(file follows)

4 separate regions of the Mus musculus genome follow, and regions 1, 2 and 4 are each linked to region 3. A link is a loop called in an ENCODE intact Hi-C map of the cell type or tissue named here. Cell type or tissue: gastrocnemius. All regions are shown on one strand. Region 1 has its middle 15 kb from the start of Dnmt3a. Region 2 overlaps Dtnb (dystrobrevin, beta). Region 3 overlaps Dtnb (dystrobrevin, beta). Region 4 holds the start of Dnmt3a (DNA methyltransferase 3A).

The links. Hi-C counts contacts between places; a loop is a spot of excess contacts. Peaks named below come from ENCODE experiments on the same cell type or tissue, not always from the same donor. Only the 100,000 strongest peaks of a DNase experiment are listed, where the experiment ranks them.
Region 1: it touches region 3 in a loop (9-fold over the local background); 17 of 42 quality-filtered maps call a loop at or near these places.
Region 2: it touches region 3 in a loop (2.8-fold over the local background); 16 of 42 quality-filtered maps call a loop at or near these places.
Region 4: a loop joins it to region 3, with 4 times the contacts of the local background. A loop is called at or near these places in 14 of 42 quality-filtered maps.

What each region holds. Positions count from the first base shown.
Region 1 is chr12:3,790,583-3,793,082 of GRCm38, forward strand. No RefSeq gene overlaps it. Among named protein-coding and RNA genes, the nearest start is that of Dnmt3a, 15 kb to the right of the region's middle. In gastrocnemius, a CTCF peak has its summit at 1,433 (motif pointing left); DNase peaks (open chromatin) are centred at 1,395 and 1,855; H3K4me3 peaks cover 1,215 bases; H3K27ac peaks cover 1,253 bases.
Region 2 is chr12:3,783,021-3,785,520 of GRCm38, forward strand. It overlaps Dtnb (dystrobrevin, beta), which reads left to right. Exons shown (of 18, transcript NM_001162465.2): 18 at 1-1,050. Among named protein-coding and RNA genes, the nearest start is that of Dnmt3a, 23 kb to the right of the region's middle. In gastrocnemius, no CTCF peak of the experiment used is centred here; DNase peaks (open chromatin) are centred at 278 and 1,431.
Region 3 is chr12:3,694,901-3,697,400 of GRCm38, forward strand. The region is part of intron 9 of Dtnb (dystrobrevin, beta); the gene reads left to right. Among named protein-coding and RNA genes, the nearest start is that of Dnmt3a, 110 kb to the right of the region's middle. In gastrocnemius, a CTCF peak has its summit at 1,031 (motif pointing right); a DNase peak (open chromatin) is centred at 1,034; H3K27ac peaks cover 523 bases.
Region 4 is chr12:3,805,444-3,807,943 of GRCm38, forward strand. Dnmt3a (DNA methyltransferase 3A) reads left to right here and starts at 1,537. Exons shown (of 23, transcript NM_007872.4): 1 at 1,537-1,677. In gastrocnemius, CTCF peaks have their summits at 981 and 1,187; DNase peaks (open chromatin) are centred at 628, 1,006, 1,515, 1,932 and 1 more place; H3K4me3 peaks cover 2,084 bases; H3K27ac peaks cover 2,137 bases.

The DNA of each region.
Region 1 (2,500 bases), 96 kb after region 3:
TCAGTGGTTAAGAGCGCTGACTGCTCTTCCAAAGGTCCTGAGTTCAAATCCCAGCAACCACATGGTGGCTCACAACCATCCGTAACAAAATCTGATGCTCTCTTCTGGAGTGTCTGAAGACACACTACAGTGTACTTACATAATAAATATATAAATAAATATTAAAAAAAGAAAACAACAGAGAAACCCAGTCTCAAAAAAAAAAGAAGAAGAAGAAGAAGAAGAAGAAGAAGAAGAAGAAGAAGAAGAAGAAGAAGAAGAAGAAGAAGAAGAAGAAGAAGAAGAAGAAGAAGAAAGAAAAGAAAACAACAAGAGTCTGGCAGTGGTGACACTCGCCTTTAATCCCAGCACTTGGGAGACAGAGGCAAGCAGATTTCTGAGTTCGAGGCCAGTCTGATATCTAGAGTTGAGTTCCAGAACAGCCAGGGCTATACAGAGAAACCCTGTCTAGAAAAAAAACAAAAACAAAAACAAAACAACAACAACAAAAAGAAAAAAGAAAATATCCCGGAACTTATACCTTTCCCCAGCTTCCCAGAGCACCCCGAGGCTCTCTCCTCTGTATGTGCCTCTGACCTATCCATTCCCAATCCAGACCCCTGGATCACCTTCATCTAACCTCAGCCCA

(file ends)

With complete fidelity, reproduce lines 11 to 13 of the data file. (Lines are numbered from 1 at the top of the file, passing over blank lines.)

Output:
The DNA of each region.
Region 1 (2,500 bases), 96 kb after region 3:
TCAGTGGTTAAGAGCGCTGACTGCTCTTCCAAAGGTCCTGAGTTCAAATCCCAGCAACCACATGGTGGCTCACAACCATCCGTAACAAAATCTGATGCTCTCTTCTGGAGTGTCTGAAGACACACTACAGTGTACTTACATAATAAATATATAAATAAATATTAAAAAAAGAAAACAACAGAGAAACCCAGTCTCAAAAAAAAAAGAAGAAGAAGAAGAAGAAGAAGAAGAAGAAGAAGAAGAAGAAGAAGAAGAAGAAGAAGAAGAAGAAGAAGAAGAAGAAGAAGAAGAAGAAAGAAAAGAAAACAACAAGAGTCTGGCAGTGGTGACACTCGCCTTTAATCCCAGCACTTGGGAGACAGAGGCAAGCAGATTTCTGAGTTCGAGGCCAGTCTGATATCTAGAGTTGAGTTCCAGAACAGCCAGGGCTATACAGAGAAACCCTGTCTAGAAAAAAAACAAAAACAAAAACAAAACAACAACAACAAAAAGAAAAAAGAAAATATCCCGGAACTTATACCTTTCCCCAGCTTCCCAGAGCACCCCGAGGCTCTCTCCTCTGTATGTGCCTCTGACCTATCCATTCCCAATCCAGACCCCTGGATCACCTTCATCTAACCTCAGCCCA